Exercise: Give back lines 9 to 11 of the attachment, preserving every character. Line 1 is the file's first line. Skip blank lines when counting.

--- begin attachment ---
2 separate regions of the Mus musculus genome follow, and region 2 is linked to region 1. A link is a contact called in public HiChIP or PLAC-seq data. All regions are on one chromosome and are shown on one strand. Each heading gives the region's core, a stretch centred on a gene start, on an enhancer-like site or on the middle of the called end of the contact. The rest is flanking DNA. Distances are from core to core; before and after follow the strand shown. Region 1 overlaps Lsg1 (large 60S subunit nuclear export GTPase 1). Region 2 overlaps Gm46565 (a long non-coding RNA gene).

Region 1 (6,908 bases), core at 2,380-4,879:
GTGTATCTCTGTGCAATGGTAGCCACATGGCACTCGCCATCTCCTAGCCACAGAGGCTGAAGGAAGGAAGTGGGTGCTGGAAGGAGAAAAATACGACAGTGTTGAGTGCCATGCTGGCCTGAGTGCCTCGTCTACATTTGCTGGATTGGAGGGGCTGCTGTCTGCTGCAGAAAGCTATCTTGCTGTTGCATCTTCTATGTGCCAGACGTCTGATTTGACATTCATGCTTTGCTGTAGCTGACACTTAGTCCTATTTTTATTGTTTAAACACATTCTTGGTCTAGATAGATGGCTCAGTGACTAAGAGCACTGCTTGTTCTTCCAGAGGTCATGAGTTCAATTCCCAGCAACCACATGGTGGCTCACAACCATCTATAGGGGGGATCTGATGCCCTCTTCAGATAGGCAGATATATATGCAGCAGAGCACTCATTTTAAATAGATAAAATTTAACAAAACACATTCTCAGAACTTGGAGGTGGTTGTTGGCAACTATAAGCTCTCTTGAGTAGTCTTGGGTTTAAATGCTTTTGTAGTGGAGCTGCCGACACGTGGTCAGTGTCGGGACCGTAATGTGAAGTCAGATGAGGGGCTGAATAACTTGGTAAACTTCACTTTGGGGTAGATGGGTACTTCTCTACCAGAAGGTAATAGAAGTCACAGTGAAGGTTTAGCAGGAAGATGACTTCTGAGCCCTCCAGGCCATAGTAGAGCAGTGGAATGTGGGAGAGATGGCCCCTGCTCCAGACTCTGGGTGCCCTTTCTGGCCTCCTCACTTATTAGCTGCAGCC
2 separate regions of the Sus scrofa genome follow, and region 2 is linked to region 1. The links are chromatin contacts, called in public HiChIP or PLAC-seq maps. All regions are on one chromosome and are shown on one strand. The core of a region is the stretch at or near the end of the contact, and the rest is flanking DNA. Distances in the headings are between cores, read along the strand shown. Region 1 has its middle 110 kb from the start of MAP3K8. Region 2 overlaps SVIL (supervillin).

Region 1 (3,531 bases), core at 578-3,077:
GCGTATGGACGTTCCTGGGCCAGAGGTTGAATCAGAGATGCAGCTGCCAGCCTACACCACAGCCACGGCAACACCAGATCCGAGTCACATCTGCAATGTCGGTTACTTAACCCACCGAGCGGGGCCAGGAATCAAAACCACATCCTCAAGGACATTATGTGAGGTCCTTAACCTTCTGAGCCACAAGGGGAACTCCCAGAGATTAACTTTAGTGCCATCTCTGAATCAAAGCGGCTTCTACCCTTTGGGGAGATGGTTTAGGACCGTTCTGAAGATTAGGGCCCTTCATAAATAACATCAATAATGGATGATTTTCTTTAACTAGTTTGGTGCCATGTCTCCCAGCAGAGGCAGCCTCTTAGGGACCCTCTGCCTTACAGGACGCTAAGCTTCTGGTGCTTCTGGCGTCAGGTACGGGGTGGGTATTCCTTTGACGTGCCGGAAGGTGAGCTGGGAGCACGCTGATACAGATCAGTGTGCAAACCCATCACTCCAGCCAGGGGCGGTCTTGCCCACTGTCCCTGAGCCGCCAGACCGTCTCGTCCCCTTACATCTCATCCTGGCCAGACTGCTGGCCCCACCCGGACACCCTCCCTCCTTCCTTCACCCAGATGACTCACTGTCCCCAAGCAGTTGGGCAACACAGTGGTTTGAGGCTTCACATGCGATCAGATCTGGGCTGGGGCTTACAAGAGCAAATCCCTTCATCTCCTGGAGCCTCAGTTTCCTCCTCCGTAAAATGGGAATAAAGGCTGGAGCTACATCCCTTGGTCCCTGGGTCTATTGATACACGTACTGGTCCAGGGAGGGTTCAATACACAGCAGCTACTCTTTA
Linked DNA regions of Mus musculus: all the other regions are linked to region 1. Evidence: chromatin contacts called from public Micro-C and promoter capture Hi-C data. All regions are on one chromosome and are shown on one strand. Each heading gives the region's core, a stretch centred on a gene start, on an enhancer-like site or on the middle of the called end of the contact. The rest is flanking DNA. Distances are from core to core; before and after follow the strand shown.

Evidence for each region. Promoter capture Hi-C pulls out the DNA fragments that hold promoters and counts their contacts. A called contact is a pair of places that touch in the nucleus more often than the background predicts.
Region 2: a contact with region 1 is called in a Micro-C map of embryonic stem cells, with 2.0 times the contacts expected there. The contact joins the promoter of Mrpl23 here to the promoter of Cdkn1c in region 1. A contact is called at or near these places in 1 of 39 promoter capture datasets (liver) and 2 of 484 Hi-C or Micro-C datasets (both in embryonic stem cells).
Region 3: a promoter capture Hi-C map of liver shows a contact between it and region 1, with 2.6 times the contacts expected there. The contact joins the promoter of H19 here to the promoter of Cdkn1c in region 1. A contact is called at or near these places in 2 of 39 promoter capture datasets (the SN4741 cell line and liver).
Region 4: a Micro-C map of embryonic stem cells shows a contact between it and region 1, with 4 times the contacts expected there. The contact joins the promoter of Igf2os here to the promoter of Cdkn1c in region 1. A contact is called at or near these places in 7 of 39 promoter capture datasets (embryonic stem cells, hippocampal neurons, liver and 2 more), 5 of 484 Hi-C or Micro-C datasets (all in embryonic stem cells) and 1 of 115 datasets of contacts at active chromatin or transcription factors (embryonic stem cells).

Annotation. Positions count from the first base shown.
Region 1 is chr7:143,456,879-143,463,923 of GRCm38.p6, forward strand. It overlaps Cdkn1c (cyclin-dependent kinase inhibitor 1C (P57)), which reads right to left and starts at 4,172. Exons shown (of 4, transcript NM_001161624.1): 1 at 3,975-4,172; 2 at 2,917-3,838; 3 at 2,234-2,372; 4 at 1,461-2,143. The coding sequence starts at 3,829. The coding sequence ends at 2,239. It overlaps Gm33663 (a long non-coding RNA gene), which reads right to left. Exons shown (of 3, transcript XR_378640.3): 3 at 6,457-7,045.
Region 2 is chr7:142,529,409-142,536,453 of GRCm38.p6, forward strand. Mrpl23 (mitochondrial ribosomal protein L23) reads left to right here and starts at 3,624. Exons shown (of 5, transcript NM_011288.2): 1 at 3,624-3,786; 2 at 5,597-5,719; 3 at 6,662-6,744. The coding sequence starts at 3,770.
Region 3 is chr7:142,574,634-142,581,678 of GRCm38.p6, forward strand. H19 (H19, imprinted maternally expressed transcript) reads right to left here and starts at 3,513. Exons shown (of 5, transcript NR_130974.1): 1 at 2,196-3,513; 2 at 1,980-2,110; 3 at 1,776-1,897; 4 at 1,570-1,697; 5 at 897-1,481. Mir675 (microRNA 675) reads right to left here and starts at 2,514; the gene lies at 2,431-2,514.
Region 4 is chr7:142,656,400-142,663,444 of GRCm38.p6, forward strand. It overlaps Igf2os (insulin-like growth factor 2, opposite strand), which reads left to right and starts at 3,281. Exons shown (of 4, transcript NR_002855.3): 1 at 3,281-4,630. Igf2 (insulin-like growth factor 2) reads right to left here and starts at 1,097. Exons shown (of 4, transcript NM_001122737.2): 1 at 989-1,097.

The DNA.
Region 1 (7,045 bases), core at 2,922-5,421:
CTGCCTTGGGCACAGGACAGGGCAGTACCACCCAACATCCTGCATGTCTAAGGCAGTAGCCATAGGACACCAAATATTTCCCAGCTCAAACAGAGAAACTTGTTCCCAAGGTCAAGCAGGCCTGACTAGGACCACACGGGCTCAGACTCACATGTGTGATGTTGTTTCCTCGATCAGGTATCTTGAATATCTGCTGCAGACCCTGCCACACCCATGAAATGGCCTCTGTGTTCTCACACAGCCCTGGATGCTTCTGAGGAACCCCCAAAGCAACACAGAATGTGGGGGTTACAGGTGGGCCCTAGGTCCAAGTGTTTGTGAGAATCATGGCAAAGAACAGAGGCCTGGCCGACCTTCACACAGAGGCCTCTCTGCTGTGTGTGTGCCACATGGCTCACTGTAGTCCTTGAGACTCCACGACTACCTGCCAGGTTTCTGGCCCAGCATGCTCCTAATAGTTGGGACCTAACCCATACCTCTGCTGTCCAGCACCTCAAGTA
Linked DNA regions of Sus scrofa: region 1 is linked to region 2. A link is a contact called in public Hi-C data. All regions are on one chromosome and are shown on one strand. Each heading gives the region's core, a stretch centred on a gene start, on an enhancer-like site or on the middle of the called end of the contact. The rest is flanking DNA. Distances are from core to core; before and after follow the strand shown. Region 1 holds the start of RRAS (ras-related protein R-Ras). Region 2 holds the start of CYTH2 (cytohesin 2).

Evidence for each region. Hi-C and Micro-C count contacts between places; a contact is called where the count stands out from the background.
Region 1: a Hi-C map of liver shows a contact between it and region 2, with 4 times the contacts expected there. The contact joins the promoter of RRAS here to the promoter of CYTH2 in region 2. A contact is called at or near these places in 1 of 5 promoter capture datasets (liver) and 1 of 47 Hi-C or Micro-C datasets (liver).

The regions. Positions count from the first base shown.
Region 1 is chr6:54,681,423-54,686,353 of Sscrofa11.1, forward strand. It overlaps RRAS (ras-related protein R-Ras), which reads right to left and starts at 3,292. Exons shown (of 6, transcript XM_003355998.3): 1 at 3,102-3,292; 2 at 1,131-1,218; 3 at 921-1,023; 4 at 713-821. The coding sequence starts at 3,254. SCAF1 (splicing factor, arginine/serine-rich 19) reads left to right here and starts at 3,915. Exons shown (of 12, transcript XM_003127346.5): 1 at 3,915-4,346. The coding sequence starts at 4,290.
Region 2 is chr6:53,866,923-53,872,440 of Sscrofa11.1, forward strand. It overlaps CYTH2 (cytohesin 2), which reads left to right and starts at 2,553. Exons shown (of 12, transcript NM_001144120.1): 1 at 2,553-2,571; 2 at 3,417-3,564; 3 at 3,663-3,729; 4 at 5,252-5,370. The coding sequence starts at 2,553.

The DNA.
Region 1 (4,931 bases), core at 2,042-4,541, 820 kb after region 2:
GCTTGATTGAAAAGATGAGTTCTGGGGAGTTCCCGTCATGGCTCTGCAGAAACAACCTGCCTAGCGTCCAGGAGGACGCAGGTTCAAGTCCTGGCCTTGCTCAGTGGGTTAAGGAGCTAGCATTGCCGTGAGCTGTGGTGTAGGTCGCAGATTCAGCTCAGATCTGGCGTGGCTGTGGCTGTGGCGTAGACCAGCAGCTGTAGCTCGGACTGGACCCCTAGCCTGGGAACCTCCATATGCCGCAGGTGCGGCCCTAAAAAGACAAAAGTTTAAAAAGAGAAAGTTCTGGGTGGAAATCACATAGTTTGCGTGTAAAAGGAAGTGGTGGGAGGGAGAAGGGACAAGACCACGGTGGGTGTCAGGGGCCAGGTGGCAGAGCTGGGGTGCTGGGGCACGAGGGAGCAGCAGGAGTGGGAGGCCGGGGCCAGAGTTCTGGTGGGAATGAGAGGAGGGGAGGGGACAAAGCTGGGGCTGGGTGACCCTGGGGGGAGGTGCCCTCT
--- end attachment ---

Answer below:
Region 2: a contact with region 1 is called in a Micro-C map of embryonic stem cells, with 2.0 times the contacts expected there. The contact joins the promoter of Mrpl23 here to the promoter of Cdkn1c in region 1. A contact is called at or near these places in 1 of 39 promoter capture datasets (liver) and 2 of 484 Hi-C or Micro-C datasets (both in embryonic stem cells).
Region 3: a promoter capture Hi-C map of liver shows a contact between it and region 1, with 2.6 times the contacts expected there. The contact joins the promoter of H19 here to the promoter of Cdkn1c in region 1. A contact is called at or near these places in 2 of 39 promoter capture datasets (the SN4741 cell line and liver).
Region 4: a Micro-C map of embryonic stem cells shows a contact between it and region 1, with 4 times the contacts expected there. The contact joins the promoter of Igf2os here to the promoter of Cdkn1c in region 1. A contact is called at or near these places in 7 of 39 promoter capture datasets (embryonic stem cells, hippocampal neurons, liver and 2 more), 5 of 484 Hi-C or Micro-C datasets (all in embryonic stem cells) and 1 of 115 datasets of contacts at active chromatin or transcription factors (embryonic stem cells).